If you’re not a patient person, you may as well write off Final Fantasy XIII right now. Square’s latest is an unfinished experiment, and the players are the unwitting guinea pigs. The game begins at a constipated pace, finally passing its first nugget of entertainment at about a dozen hours in. Those willing to subject themselves to such abuse will find pockets of brilliance in a product brimming with half-baked ideas.
Square’s design impetus with FFXIII was to streamline the JRPG. You’ll no longer run around a world map or dig through villager’s closets for potions. In fact, you’ll spend the majority of the game running along a linear path. The creators have compared it to Call of Duty, with players always moving forward, bouncing between battles and cutscenes. It’s a clever idea, and one that, on paper, takes the strengths of the modern Final Fantasy games and puts them at the forefront.
Final Fantasy XIII does not deliver on this idea. What you actually get is one of the most mind-numbing dungeon crawls in RPG history. Missing from FFXIII’s linear design are the scripted moments that make games like Modern Warfare or Half-Life so magical. It’s just one static environment after another.
Most of the game is a vast network of bridges, hallways, and tunnels that serves no purpose other than to give you somewhere to go. The environments don’t help to tell the story, and in fact make the game’s strange and unique world feel empty and fake.
It doesn’t help that the combat system, while eventually quite good, doesn’t completely open up for several hours. The game introduces the battle mechanics at a snail’s pace, each concept beaten into your skull by the time the next one is introduced.
The pacing of the story isn’t any better. Nothing really happens for the first 10 hours, and if not for some awkward in-universe terminology, it could be summed up in a single paragraph. The presentation doesn’t help either – sometimes a character’s motivations are only clear after reading the glossary entries and chapter summaries tucked away in the pause menu.
From the empty environments, odd story gaps, and glacial pacing, it quickly becomes clear that Final Fantasy XIII was rushed to completion. In an attempt to get the game to the series’ standard length of 40-50 hours, each environment and enemy type is stretched to its breaking point. Each fresh concept is drip-fed so slowly that it feels like a desperate gulp of fresh air in a sea of boredom.
But what’s most disappointing is that Final Fantasy XIII was clearly made by a talented team. The game is incredibly polished, and often visually jaw-dropping. More than anything though, there are moments where the game shows its true potential.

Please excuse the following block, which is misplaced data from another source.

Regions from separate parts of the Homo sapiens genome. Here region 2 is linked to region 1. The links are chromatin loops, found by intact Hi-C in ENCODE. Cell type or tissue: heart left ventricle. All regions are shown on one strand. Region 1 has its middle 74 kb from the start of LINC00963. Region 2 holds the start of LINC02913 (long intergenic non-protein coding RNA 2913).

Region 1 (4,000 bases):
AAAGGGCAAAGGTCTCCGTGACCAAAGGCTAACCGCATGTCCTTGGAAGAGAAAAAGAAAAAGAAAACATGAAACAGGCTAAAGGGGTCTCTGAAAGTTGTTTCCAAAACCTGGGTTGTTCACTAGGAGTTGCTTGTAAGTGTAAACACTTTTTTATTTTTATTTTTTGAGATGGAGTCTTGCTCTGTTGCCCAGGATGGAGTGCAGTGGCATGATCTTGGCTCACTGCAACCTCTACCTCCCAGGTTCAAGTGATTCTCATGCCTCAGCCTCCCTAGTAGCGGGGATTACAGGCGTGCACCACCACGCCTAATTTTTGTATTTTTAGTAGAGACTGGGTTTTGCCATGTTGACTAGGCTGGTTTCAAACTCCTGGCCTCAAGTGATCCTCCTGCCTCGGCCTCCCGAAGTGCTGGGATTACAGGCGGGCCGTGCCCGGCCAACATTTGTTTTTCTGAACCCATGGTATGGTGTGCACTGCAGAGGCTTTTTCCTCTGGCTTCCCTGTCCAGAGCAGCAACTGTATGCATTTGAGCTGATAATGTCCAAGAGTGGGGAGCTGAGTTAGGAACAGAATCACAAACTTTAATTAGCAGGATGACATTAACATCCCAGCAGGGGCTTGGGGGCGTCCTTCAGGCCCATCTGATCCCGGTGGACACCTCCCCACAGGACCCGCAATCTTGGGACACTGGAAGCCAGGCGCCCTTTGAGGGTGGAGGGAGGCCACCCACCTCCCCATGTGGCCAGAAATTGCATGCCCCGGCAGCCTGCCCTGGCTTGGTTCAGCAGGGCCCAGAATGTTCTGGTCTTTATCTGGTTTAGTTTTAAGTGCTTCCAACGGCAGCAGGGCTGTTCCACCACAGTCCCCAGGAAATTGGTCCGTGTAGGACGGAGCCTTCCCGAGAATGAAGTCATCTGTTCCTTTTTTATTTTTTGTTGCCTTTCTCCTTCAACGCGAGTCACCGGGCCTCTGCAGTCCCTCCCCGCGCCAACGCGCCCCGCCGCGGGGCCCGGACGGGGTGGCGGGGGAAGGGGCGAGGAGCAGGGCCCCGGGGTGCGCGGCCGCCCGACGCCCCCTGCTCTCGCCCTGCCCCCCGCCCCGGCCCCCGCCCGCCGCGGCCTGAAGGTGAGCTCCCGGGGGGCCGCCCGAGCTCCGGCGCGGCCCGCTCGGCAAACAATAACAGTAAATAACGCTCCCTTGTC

One scene late in the game shows how a linear, scripted Final Fantasy could have been amazing. In it, monsters lay waste to a city while soldiers fight to defend it – injured people line the streets, vehicles pass overhead, and most of the enemy placement is carefully scripted. Plus, since it takes place on city streets blocked by debris, the linear layout actually makes perfect sense. It’s one of the only instances where the game’s design actually informs the universe, making it richer and more believable.
The story even takes some exciting turns in the middle act. After wallowing in pretense for several hours, the protagonists begin to open up to each other. They go well beyond their one-dimensional introductions, revealing their flaws as they begin to grow and care for each other.
As two of the characters decide to run for the hills, they begin a sidestory of cowardice that stands as the one of the most unsettling and intriguing bits of storytelling seen in a game. Meanwhile, the rest of the crew split off, reuniting in heroic fashion for action scenes that will give you chills of excitement. Hope, a character who begins the game as a whiny wimp, eventually develops into a brave and likeable hero. Best of all, the game takes the time to show his growth and make it believable.
If only the entire game was as good as these moments. The squandered potential is impossible to ignore, inflating the disappointment of the rest of the game. After that middle act, the game devolves into pointless meandering and endless one-liners, culminating in one of the most unfair and uninteresting final battles of the series. Sure, the ending might bring a tear to your eye, but only because you’ve been through as much anger, heartache, and suffering as the game’s heroes.
At the very least, Final Fantasy XIII does manage to simulate an epic journey, even if the places you journey through are lacking. You’ll traverse miles of land, battling enemies in a sort of “rock, paper, scissors” battle system. Your team can assume any of six different classes, each carrying key strengths and weaknesses. The AI handles most of the micromanagement, leaving you to swap between the classes and carefully pick the most vulnerable targets. Figuring out how to beat some enemies is like a puzzle. There are only a few solutions for each fight, making the experience strategic and demanding, if not a little exhausting at times. Thanks to the game’s endless dungeons, you’ll be forced to fight the same enemies over and over, well after you’ve discovered the trick to defeating them.
If you can tolerate FFXIII, you will get your money’s worth. The game includes a ton of optional content that, if you enjoy the battle system, offers hours of simple entertainment. What’s ironic about this optional zone is that it’s a huge open-world area. That it’s the most enjoyable section to explore only exacerbates how much the game’s linear design fails.
What makes Final Fantasy XIII so unforgivable isn’t just that it’s heavily flawed. There’s a good idea underneath, and no studio with the budget and size of Square has any business selling its fans lost potential.
Originally posted at: http://www.criticalgamer.co.uk/2010/03/26/final-fantasy-xiii-review/